A workshop funded by NSF
16-18 October, 2023, Institut Henri Poincaré, Paris
Beata Bajno, artist, architect
Sylvie Benzoni, Director, Institut Henri Poincaré, Paris
Andrzej Herczyński, Boston College
Joanna Dreszer, Nicolaus Copernicus University, Toruń
Jacek Rogala, University of Warsaw (Principal Organizer)
The workshop held on October 16-18, 2023, at the Institut Henri Poincaré (IHP) in Paris. It is a part of a wider program funded by the National Science Foundation (NSF) on Exploring the Intersection of Science and Art and is supported by the NSF and the Institut Henri Poincaré.
Founded in 1928, the Institut Henri Poincaré is an international research center for mathematical sciences and their applications and a part of Sorbonne Université and the CNRS. The primary mission of the Institute is to promote and host scientific exchanges and to organize international research programs in mathematics, physics, and related fields. For more information please see: https://www.ihp.fr/en .
The aim of the workshop is to explore how viewers experience visual art by integrating a variety of different research approaches and techniques, such as EEG, fMRI, eye tracking, psychological and behavioral studies, and explainable neural networks. While a number of researchers work on these subjects individually, the workshop will hopefully help start a more cohesive community. The interest, from the scientific point of view, is to identify general principles of the perception of art and promising new approaches. We anticipate that a multidisciplinary character of the workshop, bringing together physicists, mathematicians, biologists, neuroscientists, computer scientists, cognitive scientists, and psychiatrists—as well as practicing artists—will prove conducive to a productive exchange of ideas, and will stimulate new research directions.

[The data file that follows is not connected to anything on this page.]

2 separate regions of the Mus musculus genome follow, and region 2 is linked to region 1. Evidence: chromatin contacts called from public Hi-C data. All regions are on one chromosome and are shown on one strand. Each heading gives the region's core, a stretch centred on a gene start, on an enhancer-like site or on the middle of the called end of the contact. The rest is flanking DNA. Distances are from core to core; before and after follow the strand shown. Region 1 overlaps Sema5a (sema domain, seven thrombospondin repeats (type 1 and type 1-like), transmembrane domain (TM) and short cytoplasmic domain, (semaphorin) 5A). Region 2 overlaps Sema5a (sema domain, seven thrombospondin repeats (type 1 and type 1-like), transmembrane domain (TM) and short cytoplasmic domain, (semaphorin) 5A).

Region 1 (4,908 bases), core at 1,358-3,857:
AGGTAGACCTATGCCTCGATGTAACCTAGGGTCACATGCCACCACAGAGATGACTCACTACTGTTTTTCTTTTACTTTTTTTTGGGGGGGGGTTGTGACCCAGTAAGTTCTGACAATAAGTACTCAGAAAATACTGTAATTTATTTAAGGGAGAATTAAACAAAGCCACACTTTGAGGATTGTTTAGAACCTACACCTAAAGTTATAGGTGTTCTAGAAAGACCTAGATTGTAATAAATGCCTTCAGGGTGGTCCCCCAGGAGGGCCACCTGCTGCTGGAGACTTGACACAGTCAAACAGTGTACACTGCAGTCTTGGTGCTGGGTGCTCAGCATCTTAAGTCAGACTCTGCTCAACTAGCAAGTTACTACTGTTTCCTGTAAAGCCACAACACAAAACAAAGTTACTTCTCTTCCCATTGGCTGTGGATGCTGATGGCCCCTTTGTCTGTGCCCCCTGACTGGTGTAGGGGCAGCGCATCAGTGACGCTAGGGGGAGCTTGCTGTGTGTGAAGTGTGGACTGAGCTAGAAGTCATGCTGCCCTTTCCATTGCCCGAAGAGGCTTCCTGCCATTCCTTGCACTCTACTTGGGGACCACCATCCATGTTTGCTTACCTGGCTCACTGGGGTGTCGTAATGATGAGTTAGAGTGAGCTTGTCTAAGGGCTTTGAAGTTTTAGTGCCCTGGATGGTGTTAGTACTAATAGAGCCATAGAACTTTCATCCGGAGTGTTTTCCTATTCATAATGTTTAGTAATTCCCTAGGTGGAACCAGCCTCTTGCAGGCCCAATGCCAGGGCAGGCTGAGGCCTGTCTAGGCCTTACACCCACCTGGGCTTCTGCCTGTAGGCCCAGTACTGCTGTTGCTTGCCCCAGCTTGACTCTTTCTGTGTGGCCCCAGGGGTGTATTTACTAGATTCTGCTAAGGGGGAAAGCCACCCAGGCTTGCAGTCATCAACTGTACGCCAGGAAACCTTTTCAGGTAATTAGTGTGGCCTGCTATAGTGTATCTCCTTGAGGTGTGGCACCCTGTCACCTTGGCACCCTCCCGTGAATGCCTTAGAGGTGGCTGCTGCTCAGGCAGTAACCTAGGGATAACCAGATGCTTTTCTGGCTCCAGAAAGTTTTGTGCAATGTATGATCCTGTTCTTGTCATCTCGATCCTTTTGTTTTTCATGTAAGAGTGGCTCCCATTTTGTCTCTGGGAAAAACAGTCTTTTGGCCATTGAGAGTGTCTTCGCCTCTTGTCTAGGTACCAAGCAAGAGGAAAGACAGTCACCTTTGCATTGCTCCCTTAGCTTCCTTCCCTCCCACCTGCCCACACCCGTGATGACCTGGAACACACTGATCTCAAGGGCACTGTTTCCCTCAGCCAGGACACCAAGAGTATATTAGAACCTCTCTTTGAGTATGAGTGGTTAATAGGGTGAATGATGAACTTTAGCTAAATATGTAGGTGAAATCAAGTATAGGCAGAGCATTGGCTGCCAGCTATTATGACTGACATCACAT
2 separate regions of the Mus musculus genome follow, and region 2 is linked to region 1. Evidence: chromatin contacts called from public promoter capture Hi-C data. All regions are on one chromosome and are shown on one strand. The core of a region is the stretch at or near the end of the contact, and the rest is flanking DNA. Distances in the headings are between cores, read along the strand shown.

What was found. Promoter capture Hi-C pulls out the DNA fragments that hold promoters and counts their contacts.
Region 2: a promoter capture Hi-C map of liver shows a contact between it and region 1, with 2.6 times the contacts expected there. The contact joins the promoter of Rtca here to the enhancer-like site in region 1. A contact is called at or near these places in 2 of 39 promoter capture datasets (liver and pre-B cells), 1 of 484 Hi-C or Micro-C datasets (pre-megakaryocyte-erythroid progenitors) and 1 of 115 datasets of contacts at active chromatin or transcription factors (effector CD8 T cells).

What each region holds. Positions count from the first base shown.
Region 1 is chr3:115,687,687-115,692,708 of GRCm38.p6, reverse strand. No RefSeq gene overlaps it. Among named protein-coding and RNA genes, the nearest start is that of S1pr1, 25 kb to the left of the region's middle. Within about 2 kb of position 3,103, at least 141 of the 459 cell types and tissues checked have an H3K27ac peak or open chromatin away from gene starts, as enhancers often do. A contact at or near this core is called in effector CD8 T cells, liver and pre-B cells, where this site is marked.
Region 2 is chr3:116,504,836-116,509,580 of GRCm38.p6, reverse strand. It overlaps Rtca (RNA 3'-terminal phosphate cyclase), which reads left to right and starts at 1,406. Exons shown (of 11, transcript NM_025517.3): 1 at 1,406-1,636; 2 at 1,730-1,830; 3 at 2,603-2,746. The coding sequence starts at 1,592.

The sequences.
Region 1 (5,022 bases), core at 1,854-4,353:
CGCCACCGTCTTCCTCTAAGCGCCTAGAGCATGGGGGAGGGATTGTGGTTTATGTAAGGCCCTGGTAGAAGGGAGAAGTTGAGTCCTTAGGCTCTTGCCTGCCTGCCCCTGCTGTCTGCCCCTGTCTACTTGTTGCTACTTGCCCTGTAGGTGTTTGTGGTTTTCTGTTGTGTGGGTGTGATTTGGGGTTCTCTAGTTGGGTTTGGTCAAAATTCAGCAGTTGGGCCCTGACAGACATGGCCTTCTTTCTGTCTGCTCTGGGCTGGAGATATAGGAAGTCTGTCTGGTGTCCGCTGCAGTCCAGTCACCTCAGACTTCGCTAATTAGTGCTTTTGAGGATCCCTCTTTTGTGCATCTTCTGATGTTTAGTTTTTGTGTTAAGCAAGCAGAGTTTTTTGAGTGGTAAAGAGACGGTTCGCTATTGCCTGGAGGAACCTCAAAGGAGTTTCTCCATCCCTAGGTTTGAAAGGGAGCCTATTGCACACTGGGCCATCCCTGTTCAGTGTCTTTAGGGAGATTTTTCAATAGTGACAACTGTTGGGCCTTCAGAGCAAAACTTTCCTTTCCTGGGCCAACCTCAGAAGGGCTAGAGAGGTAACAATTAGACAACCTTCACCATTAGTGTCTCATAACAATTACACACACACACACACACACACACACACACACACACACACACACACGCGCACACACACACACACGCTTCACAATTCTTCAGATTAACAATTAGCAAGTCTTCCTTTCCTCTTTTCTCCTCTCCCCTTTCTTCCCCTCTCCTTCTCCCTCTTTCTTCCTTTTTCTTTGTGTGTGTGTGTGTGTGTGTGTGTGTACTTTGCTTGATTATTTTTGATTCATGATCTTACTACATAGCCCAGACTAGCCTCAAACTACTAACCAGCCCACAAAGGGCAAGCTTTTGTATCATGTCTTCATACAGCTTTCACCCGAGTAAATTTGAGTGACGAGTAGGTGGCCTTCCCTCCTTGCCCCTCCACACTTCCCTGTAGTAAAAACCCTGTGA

11th Peripatetic Conference, Zakopane, October 27-30, 2022
Yanna Popova (Centre Q)
Daniel Sobota (IFiS PAN)
Ilona Iłowiecka-Tańska (Copernicus Science Center)
Wiesna Mond-Kozłowska (Researcher in the field of Comparative Aesthetics, Choreographer, Polskie Stowarzyszenie Antropologii Tańca)
Jacek Rogala (Nencki Institute of Experimental Biology)
Beata Bajno (Artist)
The aim of the conference is to look at the experiences and practices of artists and scientists in their respective fields, in order to establish whether they reflect similar or dissimilar processes. Over the years there have been attempts (mainly in the literature devoted to creativity research) to argue that they are largely similar courses of action in a creative process of discovery, while many have also claimed that they are essentially distinct ways of epistemic relating to the world that cannot communicate with each other. On the one hand, in both art and science, there is a clear process of cultivation of skills and proficiencies: authors, musicians, painters create but also reflect on and revise their reflections, a procedure that resembles the honing of scientific hypotheses. On the other hand, there exists a strong consensus that art is somehow an expression of emotion and sensory experience (aesthesis), while scientific research is assumed to aim at truth and express some kind of objective description of the world.